The Portfolio Managers outline how they use Fidelity International’s approach to ESG in their report and what this means for the Company’s investment portfolio. The Fidelity group of companies (including the Manager) has embedded ESG factors in its investment decision making process. Further details are in the Annual Report.


The Board does not influence the Portfolio Managers by imposing any income objective in any particular year, and the investment focus on companies capable of growing their dividends remains. The Board acknowledges that both capital and income growth are components of performance, as reflected in the investment objective of the Company. It therefore has a policy whereby it seeks to pay a progressive dividend in normal circumstances and to pay dividends twice yearly in order to smooth dividend payments for the reporting year. Unlike open-ended funds, investment trusts can hold back some of the income they receive in good years, thereby building up revenue reserves, which can then be used to supplement dividends during difficult times. The Board has over the past few years augmented revenue reserves by retaining a small proportion of earnings to be used in difficult times, as in the case of the final dividend paid in May 2021.

The Company’s revenue return for the year to 31 December 2022 was 9.00 pence per ordinary share (2021: 7.50 pence), and an interim dividend of 3.08 pence per ordinary share was paid on 28 October 2022 (2021: 2.65 pence). The Board recommends a final dividend of 4.62 pence per ordinary share for the year ended 31 December 2022 (2021: 4.18 pence) for approval by shareholders at the Annual General Meeting (“AGM”) on 10 May 2023. The interim and final dividends (total of 7.70 pence) represent an increase of 0.87 pence (12.7%) over the 6.83 pence paid for the year ended 31 December 2021.

The final dividend will be payable on 16 May 2023 to shareholders on the register at close of business on 31 March 2023 (ex-dividend date 30 March 2023). Shareholders may choose to reinvest their dividends for additional shares in the Company.

Discount Management and Treasury Shares
The Board has an active discount management policy, the primary purpose of which is to reduce discount volatility. It seeks to maintain the discount in single digits in normal market conditions. Buying shares at a discount also results in an enhancement to the NAV per ordinary share.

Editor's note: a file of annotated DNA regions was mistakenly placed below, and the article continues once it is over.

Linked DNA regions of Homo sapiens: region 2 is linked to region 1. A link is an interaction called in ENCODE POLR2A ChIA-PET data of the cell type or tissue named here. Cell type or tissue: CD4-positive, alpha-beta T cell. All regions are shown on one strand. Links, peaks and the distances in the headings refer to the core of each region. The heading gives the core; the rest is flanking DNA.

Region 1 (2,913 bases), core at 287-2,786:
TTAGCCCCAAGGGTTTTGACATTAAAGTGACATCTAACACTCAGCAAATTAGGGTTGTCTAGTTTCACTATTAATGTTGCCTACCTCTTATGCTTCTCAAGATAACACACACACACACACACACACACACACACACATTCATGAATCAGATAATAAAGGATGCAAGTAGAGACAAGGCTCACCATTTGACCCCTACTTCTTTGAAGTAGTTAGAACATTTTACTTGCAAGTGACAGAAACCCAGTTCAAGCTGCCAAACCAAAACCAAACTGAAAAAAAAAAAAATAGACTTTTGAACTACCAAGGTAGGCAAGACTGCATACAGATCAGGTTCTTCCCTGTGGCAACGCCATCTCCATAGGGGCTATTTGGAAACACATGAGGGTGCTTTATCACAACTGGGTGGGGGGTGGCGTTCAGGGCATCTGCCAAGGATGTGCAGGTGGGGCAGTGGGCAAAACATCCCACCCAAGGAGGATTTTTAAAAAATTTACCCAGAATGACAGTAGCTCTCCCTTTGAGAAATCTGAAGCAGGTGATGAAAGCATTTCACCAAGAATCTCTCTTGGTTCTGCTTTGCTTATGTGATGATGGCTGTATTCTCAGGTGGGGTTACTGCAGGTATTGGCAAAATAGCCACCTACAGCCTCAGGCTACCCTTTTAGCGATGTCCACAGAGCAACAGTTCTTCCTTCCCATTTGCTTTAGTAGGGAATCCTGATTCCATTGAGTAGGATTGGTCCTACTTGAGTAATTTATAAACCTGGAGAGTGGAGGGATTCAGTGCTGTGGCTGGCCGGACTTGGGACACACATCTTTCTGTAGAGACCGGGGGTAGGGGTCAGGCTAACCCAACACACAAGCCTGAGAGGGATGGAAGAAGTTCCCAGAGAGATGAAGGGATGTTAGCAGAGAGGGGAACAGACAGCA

In order to assist in managing the discount, the Board has shareholder approval to hold ordinary shares repurchased by the Company in Treasury, rather than cancelling them. Shares in Treasury are then available to be re-issued at NAV per ordinary share or at a premium to NAV per ordinary share, facilitating the management of and enhancing liquidity in the Company’s shares. The Board is seeking shareholder approval to renew this authority at the AGM on 10 May 2023.

Between August and October 2022, as the Company’s discount widened, it repurchased 2,285,526 ordinary shares into Treasury. Since then the discount has remained in single digits and no further shares have been repurchased.

The Company continues to gear through the use of derivative instruments, primarily contracts for difference (“CFDs”), and the Portfolio Manager has flexibility to gear within the parameters set by the Board. As at 31 December 2022, the Company’s gross gearing was 11.7% (2021: 11.1%). Net gearing was the same at 11.7% (2021: 11.1%) due to the absence of any short derivative positions in the portfolio. In the reporting year, gearing made a negative contribution to performance, as can be seen from the attribution analysis table in the Annual Report.

The Board monitors the level of gearing and the use of derivative instruments carefully and has defined a risk control framework for this purpose which is reviewed at each Board meeting. It should be stressed that all gearing is subject to the Portfolio Managers’ confidence in identifying attractive investment opportunities, and to their remaining attractive.

Board of Directors
After serving on the Board for nine years, Marion Sears stepped down from the Board on 10 May 2022 as a non-executive Director and Senior Independent Director. Her successor as a non-executive Director, Milyae Park, was appointed on 1 January 2022. Milyae was subsequently elected by shareholders at the AGM held on 10 May 2022. Paul Yates succeeded Marion as Senior Independent Director on 10 May 2022.

We continue to review Board composition and Directors’ succession on a regular basis to ensure that we have a Board with a mix of tenures and one which provides diversity of perspective together with the range of appropriate skills and experience for your Company. In accordance with the UK Corporate Governance Code for Directors of FTSE 350 Companies, all Directors will be subject to annual re-election at the AGM on 10 May 2023. The Directors’ biographies can be found in the Annual Report and between them they have a wide range of appropriate skills and experience to form a balanced Board for the Company.

Continuation Vote
In accordance with the Company’s Articles of Association, the Company is subject to a continuation vote every two years. The next such vote is at this year’s AGM on 10 May 2023.